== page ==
I’ve recently had a similar experience and have ummed and ahed whether to blog about this or not. I know that it won’t do me any favours to complain about a publisher that has printed my work so I’m not going to name them. However, I did have a contract that stated my work would be proofread – TWICE – and then sent back to me for one final check, which it was, and there weren’t any errors to begin with so nothing was changed. I have to assume that all the authors in the book had the same kind of treatment, so each and every story was (hopefully) proofread by its author, then proofread / edited twice by the publisher, then sent to the author for checking…. and STILL there were errors in the final printed book. Great big glaring ones that made me a little embarrassed to hand out copies to my friends who had purchased it.

It’s a sad state of affairs but everybody knows (or should know by now) that if you’re buying self-published work, you’re taking a gamble on quality. However, if a publisher wants nine odd quid for a book they’ve produced then I expect there to be no more than a couple of minor errors (I found one in End of Watch, so I know some slip through) and the cover design not to look amateurish (which…. *flinches*…. it did). And I may well be cutting off my nose to spite my face but I won’t be submitting further work to them because of this. I like to think I keep a certain standard with my work, and standards go both ways, don’t they?

So.

Now I’ve just got myself blacklisted by everyone everywhere, I’m off to eat ice cream and write more crap stories – or not. For anyone suffering from anxiety and depression right now, there is nothing I can say to make it easier for you, but here’s some things that have helped me fight my way through it.

  1. Self-care – do something for you without feeling guilty (within reason of course!). Read a book, take a bath, watch a film, play a musical instrument, eat that tub of Ben n Jerry’s Phish Food if you want to. Above all, be kind to yourself.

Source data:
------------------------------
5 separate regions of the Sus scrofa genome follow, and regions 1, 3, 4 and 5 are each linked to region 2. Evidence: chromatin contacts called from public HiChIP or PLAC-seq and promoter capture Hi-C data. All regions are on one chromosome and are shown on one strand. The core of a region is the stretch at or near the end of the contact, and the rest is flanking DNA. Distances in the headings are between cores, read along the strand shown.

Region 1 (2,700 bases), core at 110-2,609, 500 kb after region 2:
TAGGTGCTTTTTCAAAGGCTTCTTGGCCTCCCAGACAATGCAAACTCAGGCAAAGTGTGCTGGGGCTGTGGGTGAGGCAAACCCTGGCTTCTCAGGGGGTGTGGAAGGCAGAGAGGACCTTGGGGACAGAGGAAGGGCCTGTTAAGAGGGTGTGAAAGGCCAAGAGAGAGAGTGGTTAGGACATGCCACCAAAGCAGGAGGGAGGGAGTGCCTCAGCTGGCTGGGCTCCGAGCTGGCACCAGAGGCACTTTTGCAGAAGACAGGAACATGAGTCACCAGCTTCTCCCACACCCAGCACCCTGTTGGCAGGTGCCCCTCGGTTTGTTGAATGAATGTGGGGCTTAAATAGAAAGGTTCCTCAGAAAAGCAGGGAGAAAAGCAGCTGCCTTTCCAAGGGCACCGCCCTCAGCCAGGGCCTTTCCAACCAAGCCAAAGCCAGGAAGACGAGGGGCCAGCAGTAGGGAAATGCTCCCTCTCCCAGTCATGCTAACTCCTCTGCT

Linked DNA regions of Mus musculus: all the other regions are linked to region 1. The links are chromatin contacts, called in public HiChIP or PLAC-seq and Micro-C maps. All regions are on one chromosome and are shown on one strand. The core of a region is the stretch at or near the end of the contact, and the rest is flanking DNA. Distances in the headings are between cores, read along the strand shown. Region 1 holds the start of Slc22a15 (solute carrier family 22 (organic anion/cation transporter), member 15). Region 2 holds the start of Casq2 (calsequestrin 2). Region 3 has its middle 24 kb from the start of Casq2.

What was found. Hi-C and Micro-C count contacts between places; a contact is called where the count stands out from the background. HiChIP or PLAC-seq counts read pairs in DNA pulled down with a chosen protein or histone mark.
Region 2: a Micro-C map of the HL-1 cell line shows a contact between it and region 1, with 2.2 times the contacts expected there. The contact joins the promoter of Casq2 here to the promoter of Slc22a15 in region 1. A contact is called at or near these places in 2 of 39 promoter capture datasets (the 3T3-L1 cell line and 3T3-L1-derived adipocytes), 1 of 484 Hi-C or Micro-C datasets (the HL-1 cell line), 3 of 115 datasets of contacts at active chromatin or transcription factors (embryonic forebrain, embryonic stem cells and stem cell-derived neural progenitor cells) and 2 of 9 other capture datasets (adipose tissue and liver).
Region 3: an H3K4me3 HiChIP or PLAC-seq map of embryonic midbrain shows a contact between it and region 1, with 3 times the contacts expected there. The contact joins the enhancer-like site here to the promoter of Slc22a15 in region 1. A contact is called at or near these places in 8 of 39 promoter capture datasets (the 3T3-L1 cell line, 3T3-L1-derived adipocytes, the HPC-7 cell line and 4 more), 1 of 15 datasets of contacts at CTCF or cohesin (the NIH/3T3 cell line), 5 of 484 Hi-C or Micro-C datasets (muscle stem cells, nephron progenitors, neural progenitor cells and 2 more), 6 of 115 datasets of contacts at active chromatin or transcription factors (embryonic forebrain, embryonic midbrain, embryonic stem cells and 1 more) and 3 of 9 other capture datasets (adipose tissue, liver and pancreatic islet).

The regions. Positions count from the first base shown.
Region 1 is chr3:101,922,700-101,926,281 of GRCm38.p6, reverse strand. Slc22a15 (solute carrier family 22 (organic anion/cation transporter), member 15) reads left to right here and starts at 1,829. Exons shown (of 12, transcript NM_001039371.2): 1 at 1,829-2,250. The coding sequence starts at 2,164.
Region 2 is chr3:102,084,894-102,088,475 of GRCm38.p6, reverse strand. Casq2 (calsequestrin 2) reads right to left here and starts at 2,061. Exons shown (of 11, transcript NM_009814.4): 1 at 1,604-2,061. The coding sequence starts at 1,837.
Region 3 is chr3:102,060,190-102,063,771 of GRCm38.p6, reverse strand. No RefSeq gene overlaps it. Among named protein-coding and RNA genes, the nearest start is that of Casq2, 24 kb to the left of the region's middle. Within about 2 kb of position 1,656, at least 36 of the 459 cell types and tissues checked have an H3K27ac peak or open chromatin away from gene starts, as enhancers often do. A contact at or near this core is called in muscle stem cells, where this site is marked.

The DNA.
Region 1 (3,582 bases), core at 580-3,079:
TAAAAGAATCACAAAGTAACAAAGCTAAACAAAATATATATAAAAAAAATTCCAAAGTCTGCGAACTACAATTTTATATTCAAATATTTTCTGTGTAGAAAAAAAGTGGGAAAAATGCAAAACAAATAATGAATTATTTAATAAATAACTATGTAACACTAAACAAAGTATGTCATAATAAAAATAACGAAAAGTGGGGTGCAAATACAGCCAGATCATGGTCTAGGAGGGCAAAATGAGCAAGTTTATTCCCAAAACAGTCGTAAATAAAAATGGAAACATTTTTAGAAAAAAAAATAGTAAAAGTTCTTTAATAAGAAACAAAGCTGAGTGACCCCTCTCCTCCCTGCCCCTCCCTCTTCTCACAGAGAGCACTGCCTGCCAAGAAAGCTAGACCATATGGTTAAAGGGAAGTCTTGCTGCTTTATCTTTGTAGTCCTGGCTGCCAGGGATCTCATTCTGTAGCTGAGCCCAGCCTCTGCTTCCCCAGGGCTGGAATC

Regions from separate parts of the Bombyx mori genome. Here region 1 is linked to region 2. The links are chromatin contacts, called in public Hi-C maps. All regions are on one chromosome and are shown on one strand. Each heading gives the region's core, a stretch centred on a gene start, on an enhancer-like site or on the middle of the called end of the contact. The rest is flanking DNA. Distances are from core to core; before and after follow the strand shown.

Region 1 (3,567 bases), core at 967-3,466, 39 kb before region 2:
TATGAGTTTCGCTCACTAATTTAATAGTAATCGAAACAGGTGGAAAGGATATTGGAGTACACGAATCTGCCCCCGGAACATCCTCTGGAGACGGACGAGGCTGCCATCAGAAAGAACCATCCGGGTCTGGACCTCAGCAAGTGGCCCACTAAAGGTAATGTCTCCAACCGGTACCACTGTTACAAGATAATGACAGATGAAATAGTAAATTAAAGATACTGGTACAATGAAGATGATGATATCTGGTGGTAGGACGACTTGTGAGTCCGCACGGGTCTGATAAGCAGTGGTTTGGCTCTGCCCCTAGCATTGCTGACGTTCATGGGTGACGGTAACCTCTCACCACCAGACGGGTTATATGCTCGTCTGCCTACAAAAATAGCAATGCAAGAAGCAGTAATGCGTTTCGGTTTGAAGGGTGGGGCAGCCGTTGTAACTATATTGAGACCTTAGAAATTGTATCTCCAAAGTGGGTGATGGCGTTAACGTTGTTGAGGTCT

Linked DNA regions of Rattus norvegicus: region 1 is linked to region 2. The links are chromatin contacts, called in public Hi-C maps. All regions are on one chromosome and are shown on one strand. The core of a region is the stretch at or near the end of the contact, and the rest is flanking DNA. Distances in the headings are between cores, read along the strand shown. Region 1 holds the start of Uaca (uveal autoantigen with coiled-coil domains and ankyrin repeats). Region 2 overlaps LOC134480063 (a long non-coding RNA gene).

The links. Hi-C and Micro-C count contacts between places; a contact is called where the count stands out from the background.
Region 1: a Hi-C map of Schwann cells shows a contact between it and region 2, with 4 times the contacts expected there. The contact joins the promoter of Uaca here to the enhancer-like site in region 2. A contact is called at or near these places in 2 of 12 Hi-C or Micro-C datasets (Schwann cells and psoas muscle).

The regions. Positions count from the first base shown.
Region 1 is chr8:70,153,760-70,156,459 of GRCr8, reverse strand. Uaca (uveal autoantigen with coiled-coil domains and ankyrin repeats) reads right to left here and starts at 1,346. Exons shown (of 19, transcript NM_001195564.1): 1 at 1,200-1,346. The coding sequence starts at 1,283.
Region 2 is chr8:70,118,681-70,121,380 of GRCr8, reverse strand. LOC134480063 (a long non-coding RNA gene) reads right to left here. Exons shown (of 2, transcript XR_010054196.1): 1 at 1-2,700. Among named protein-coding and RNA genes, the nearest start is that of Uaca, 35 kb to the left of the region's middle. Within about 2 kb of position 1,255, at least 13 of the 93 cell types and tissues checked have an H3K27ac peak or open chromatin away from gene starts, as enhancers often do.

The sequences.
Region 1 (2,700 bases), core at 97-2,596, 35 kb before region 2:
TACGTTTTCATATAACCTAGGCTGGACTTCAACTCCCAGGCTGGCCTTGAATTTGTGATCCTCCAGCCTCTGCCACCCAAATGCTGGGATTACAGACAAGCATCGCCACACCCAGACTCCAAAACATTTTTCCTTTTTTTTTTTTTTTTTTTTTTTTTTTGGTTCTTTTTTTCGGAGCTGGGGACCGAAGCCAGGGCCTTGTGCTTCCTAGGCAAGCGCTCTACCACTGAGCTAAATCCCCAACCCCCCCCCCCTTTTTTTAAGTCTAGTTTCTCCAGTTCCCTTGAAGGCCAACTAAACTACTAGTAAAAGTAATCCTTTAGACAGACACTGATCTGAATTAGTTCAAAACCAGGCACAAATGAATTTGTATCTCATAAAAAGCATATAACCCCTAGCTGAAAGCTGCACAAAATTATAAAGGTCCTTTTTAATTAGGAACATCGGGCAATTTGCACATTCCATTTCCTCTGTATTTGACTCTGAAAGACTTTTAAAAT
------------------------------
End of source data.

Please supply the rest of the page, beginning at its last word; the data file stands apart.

2. Exercise – this one can be hard if it’s all you can do to get out from under the duvet for a piss break, but trust me, exercise will make you feel better. It doesn’t have to be anything strenuous. Just going for a walk can lift your mood. Hell, you can walk on the spot if you can’t leave the house (I’ve ‘spot-walked’ my way through the entire first season of Stranger Things and hardly even noticed). Or if walking’s not your thing then what about pilates or yoga? There’s tons of videos to choose from on You Tube, so why not have a browse? You might just find your new passion.
  3. Practice mindfulness – it really does work. There’s tons of resources on the web so get Googling.
  4. Challenge your mood – sometimes we get trapped in a spiral of dark thoughts and it’s hard to break free. Online tools like Moodscope and MoodGym are excellent at helping you challenge these thoughts and to discover a new way of thinking.
  5. Communicate – try and let somebody know how you’re feeling, even if it feels like the hardest thing to do in the world, and PLEASE seek help from a doctor if you need it. They are there to help, as are the following charities:

https://www.mind.org.uk/

https://www.rethink.org/

https://www.time-to-change.org.uk/

https://youngminds.org.uk/

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Take care of yourselves, everyone

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Bridge House book launch, a runaway wheelchair and why I don’t dance to Red Lorry Yellow Lorry

Phew!

What a weekend.

My usual Saturday goes pretty much like this:

Crawl out of bed > Watch a lot of sport > Do the grocery shopping > Pub > Bed

Saturday 2nd December was more like:

Crawl out of bed > Drive from Leicester to High Barnet station > Take train to Chalk Farm > Bridge House book launch > Journey in reverse back to Leicester > Wash and change > Nan’s 90th birthday party > Pub > Watch the Ashes > Bed

It began around 7am. Not the time I had intended to wake considering I’d only gone to bed a few hours before, but anxiety stuck two fingers up to that.

I was out of bed at 10am and ready to leave just before 11. Our plan (mine and the hubby’s, my designated driver / carer for the day), was to drive down the M1 and head to High Barnet, park at the station and then take the Northern Line to Chalk Farm.